Determining Student Satisfaction of a Magnetic Resonance Imaging Curriculum in Preparation for Certification Examination
B Southers, K O Lewis, D E Fleck, S Lee
B Southers, K O Lewis, D E Fleck, S Lee. Determining Student Satisfaction of a Magnetic Resonance Imaging Curriculum in Preparation for Certification Examination. The Internet Journal of Medical Education. 2014 Volume 4 Number 1.
Recent Magnetic Resonance Imaging students at the University of Cincinnati have performed well relative to the national average in certification examination scores and pass rates. However, as no known Magnetic Resonance Imaging curriculum reviews have been performed, there is no scientific evidence demonstrating areas of curricular success and deficiency. A mixed-method study was conducted with previous Magnetic Resonance Imaging students and revealed areas of both curricular satisfaction and needed improvement. Implications could be continued use of methodological areas deemed successful and modifications in needed improvement areas. Future considerations are implementation of this study’s instruments by similar allied health educational programs.
- Statement of the Problem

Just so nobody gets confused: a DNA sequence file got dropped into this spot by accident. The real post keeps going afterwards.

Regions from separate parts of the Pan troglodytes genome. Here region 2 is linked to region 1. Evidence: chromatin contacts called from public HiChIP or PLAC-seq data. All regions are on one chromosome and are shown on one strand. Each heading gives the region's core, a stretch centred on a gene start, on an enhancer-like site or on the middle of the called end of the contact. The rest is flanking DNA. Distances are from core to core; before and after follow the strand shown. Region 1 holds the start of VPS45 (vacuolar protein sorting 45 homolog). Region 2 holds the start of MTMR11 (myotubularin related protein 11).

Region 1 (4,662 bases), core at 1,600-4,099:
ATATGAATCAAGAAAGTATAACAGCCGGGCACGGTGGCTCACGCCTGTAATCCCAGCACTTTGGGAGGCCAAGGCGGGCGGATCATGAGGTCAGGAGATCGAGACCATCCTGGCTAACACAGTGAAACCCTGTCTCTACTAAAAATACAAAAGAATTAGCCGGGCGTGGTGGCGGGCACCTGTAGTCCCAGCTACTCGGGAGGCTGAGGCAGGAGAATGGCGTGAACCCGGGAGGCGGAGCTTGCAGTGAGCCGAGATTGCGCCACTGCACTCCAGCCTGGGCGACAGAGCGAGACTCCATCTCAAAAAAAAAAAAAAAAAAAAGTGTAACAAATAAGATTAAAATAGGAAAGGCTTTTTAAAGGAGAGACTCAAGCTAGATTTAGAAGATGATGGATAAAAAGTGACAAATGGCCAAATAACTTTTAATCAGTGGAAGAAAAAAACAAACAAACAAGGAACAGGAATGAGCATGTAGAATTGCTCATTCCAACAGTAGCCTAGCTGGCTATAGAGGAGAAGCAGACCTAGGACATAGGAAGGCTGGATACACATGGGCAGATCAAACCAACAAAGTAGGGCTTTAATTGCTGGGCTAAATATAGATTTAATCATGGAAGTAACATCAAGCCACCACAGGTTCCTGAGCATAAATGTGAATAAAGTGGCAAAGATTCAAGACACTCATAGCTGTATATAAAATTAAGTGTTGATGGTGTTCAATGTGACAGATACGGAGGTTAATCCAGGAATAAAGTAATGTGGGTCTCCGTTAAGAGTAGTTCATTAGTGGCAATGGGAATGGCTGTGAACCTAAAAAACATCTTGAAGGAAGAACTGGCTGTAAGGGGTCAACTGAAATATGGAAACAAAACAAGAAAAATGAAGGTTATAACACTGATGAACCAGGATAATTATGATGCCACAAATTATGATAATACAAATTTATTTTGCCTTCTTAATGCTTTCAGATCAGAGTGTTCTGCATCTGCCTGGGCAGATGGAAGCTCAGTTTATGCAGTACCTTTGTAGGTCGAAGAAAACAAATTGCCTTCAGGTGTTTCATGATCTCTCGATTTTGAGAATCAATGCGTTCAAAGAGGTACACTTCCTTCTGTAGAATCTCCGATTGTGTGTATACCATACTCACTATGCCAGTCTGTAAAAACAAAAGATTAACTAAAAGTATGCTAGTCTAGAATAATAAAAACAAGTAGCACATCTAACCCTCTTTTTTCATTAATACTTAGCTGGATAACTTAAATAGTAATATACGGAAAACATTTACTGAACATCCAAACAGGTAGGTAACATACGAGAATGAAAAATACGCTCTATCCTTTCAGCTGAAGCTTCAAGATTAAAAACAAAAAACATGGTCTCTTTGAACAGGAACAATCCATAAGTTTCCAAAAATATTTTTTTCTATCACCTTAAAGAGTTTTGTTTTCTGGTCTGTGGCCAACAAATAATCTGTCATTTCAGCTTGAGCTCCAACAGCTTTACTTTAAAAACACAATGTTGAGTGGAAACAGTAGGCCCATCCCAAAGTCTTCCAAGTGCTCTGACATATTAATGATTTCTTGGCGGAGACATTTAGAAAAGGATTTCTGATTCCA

Magnetic Resonance Imaging (MRI) faculty in the Advanced Medical Imaging Technology (AMIT) program have used the American Registry of Radiologic Technologists (ARRT) Certification Examination scores and pass percentage rates as the major index of their effectiveness. These data are valuable because (a) the exams are designed to measure knowledge and skills agreed by an expert body to be necessary for a competent working professional, (b) they are objective, and (c) they set a national standard, enabling programs to compare effectiveness across institutions. However, programs have considerable latitude to vary their instruction around the skeleton structure provided by these exams (and the professional bodies that design them), according to their assessment of the needs of students, employers and patients. Historically, programs have had few evaluation methods for assessing the effectiveness of their curriculum for these larger aims. Tools available have generally been limited to post-graduation employment rates, and surveys directed to graduates six months post-graduation. However, the usefulness of these tools is limited. Employment rates are largely based on several non-curricular factors, such as the effect of the economy on available medical imaging employment and may not accurately measure curricular effectiveness. Post-graduation surveys of student satisfaction can provide pertinent information regarding the curriculum, yet are subject to certain variables such as locating graduates and poor graduate cooperation in completing the survey, as well as personal factors such as mood. Thus, in addition to the certification exams, which define the structure of an effective program, a more fine-grained and reliable method of curricular assessment is also helpful.